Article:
New small breed are future heroes

Whilst the Bursons, Fleishmans and Edelmans of this world are busy building mammoth global businesses, a new breed of exciting small and medium sized agencies are attacking them in their own backyard - and that's good news for the whole profession.

Whilst the Bursons, Fleishmans and Edelmans of this world are busy building mammoth global businesses, a new breed of exciting small and medium sized agencies are attacking them in their own backyard - and that's good news for the whole profession.

Last week Gary Myers' Morgan & Myers picked up the $1 million California Raisin account. Myers was pitching against Publicis/Evans and Ketchum public relations, both of which would have loved to win the 'dancing raisin' contract. We also saw Castrol hand its first ever consumer public relations account to Alan Taylor Communications - again selected ahead of bigger rivals - and California-based Fischer & Partners beat out GCI and Sciens Worldwide to win Ernst & Young's healthcare account.

Of course, small and medium agencies have always managed to steal the occasional account from under the noses of their bigger brothers. But since Patrice Tanaka & Company won the Microsoft Windows 98 account last year, there has been a flood of victories for the fast-growing, 'new generation' of firms.

As public relations has grown in stature and gained increasing recognition in corporate boardrooms, the tendency to select a big agency, partly because it seems a safe option, has given way to a more adventurous approach.

This trend is great news for everyone. It provides an important challenge to the top 20 agencies, which will have to develop fast to maintain their position. It drives the development of new and inventive ways of working.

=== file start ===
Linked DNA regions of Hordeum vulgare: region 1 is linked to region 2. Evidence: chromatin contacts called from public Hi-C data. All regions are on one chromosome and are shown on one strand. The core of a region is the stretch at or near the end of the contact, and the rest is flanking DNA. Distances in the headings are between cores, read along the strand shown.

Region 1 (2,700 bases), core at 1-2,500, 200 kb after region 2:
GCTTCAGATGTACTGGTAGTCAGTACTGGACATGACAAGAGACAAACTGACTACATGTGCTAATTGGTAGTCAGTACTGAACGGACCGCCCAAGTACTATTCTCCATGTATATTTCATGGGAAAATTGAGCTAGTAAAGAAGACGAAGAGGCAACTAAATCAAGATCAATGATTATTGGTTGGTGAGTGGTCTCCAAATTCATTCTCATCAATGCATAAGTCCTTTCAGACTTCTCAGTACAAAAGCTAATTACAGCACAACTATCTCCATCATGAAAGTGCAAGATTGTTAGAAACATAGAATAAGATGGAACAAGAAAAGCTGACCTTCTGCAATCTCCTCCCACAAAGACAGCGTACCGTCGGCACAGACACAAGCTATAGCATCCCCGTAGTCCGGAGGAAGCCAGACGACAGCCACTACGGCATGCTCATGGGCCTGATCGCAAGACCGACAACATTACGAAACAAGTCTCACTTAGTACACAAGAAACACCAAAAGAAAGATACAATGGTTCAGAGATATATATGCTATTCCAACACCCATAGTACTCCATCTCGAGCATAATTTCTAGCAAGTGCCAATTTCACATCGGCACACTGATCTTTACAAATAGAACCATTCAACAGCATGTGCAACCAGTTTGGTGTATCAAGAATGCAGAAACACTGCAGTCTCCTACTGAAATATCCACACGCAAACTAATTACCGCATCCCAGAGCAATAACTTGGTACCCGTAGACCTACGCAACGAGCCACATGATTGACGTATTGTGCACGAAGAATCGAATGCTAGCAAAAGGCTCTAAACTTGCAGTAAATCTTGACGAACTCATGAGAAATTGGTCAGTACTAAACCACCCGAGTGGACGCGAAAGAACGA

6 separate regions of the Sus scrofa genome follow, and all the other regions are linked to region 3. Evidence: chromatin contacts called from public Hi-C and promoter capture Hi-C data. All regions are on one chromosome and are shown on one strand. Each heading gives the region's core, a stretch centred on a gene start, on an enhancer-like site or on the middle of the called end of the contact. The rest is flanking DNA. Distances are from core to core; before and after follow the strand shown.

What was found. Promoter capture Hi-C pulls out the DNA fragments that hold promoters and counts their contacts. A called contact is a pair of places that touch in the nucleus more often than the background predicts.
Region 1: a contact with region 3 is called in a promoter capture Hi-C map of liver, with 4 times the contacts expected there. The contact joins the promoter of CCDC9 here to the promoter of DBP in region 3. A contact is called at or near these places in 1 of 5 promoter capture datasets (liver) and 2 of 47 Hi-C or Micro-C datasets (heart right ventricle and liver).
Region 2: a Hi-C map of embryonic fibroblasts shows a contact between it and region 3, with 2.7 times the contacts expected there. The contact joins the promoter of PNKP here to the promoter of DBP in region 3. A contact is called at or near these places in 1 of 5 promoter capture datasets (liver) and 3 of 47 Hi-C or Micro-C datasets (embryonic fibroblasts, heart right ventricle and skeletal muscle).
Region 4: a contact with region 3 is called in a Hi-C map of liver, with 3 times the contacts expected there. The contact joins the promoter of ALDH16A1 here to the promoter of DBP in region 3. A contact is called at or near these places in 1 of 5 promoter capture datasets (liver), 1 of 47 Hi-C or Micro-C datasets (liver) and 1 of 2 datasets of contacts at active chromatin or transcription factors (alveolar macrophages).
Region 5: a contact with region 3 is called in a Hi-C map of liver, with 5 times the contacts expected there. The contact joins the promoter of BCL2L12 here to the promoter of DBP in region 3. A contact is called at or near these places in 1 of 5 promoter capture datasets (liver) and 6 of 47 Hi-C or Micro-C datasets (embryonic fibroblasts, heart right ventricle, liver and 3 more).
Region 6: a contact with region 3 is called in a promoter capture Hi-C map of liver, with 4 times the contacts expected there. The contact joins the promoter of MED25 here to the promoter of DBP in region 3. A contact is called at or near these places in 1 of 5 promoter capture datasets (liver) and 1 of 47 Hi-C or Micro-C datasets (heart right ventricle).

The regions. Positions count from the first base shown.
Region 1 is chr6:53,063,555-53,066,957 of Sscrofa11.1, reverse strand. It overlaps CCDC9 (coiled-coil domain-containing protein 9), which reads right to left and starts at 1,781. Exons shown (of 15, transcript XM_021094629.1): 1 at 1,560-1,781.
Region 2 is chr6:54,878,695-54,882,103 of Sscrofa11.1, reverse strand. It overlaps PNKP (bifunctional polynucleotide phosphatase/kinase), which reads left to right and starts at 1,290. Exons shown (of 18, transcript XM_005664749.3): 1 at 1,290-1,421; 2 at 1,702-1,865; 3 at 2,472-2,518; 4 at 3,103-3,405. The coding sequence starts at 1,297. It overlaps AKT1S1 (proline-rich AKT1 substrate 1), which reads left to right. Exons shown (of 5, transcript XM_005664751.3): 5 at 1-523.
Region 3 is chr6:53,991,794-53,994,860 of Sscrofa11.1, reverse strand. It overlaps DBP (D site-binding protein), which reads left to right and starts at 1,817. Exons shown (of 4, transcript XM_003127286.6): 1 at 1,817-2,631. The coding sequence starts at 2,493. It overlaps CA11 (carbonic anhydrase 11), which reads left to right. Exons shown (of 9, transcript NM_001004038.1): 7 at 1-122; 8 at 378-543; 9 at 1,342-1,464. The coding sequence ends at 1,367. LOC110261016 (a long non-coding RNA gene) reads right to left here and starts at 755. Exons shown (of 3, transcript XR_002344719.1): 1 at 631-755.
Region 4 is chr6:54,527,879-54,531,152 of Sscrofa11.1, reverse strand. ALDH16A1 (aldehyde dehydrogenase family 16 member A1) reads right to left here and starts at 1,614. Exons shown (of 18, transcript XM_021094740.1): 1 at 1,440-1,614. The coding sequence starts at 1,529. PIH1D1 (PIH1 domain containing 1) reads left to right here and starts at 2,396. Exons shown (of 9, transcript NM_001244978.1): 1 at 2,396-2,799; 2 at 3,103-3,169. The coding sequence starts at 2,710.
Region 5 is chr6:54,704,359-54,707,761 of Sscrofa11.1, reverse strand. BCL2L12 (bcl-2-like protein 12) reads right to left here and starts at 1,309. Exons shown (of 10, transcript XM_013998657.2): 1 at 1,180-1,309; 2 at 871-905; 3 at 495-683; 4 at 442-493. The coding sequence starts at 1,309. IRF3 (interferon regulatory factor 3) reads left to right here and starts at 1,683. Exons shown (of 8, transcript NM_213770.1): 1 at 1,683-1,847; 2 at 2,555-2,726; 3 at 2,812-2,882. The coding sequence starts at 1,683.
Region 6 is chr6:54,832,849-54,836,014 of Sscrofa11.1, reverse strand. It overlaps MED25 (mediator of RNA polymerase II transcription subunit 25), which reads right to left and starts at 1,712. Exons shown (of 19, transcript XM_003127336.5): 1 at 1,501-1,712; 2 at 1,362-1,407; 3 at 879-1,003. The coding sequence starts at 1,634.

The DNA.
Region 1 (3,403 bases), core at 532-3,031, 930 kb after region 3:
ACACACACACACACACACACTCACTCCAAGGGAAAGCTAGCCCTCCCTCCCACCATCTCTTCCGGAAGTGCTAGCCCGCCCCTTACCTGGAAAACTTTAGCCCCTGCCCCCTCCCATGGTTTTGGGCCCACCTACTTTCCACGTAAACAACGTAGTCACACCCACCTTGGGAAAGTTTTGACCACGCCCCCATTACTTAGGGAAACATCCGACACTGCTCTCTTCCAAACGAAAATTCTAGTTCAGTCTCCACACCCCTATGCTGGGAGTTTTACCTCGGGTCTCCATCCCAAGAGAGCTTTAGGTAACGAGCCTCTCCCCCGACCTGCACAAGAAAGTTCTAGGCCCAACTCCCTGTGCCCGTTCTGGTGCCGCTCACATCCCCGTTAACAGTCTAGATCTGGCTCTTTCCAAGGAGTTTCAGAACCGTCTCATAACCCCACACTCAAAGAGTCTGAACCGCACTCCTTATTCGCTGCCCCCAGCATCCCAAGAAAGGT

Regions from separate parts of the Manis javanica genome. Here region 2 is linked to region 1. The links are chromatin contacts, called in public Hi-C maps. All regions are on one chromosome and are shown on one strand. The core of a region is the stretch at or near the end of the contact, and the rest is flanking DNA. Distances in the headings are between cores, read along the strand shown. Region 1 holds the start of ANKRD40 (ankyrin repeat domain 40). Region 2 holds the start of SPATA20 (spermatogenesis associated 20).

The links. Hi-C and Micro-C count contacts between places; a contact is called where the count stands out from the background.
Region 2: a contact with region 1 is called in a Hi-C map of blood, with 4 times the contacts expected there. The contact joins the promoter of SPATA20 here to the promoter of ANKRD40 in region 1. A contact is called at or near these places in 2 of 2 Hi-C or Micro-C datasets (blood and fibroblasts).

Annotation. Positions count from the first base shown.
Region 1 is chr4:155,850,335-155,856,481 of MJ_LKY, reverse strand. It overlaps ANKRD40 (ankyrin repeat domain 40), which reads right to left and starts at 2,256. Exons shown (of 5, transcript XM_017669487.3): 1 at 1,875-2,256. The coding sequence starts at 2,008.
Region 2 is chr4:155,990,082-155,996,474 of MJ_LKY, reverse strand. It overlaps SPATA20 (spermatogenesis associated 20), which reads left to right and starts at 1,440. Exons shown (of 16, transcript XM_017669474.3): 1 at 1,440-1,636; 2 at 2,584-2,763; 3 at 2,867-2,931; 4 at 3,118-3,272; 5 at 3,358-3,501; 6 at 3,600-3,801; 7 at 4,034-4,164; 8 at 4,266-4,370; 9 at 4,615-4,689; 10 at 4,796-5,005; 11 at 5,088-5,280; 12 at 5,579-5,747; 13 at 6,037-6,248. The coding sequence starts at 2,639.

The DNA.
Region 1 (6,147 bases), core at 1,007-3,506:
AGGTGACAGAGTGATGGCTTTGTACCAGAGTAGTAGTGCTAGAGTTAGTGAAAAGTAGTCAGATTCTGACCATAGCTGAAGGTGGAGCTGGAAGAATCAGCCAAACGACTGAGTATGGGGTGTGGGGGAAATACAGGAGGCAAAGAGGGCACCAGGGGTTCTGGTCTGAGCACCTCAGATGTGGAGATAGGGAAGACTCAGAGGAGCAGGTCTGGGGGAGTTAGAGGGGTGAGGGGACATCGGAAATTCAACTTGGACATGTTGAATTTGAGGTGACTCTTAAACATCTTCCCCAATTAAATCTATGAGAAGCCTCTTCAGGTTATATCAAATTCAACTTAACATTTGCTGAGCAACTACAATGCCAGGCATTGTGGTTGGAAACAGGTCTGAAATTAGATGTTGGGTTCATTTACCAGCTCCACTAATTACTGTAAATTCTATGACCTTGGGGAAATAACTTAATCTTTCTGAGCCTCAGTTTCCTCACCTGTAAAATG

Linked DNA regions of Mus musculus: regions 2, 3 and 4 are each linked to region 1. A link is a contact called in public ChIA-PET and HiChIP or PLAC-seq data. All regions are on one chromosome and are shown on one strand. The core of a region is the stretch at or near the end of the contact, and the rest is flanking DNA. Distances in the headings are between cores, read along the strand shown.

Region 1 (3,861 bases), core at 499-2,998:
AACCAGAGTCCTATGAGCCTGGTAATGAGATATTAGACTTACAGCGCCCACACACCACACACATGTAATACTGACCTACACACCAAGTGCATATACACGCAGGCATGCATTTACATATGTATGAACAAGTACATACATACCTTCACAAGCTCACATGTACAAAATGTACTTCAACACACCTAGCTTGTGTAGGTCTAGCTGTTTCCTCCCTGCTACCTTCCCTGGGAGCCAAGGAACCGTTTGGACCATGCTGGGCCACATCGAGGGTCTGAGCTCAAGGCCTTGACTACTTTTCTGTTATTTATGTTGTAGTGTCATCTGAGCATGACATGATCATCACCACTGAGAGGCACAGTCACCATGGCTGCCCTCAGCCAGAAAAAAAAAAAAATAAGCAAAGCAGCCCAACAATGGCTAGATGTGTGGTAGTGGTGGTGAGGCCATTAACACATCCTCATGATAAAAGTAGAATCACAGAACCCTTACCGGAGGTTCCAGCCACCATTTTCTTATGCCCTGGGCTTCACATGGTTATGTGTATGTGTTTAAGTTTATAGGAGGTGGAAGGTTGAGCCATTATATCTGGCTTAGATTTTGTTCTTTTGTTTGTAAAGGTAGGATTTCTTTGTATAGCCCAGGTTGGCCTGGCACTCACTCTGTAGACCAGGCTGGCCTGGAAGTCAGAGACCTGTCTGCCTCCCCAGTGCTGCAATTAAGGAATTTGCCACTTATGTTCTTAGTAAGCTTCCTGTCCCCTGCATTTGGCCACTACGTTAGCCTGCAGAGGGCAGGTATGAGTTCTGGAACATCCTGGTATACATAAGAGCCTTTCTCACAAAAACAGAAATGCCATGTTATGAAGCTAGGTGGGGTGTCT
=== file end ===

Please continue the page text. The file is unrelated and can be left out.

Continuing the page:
And it also spawns a new generation of public relations heroes and icons.

The ones-to-watch list is excitingly long: Laer Pearce in Orange County; Peppercom's Steve Cody and Ed Moed in New York; the four Stratacomm partners in DC; Tom Gable in San Diego; Elliot Sloane in New York; Maura Fitzgerald in Cambridge (see related story on p 12). The list could go on and on.

These people make for great news stories because they challenge accepted logic and go after big business with verve and aggression. This enthusiasm - whilst it may sound the most basic of a modern agency's tools - is still a key element in the pitch. But it is precisely because they make great news that PRWeek is digging hard to find out about these smaller agencies.

But we want to hear more from more of you. The big agencies get a lot of coverage partly because they are big (the Top 10 have annual fees in excess of $1.3 billion; and employ tens of thousands of employees); partly because they are changing and merging at the moment; but also because they spend more time pitching us, sending press releases, getting to know us. Big or small, however, companies that do most to court journalists tend to get the best coverage - but then, you're in PR, so you knew that.

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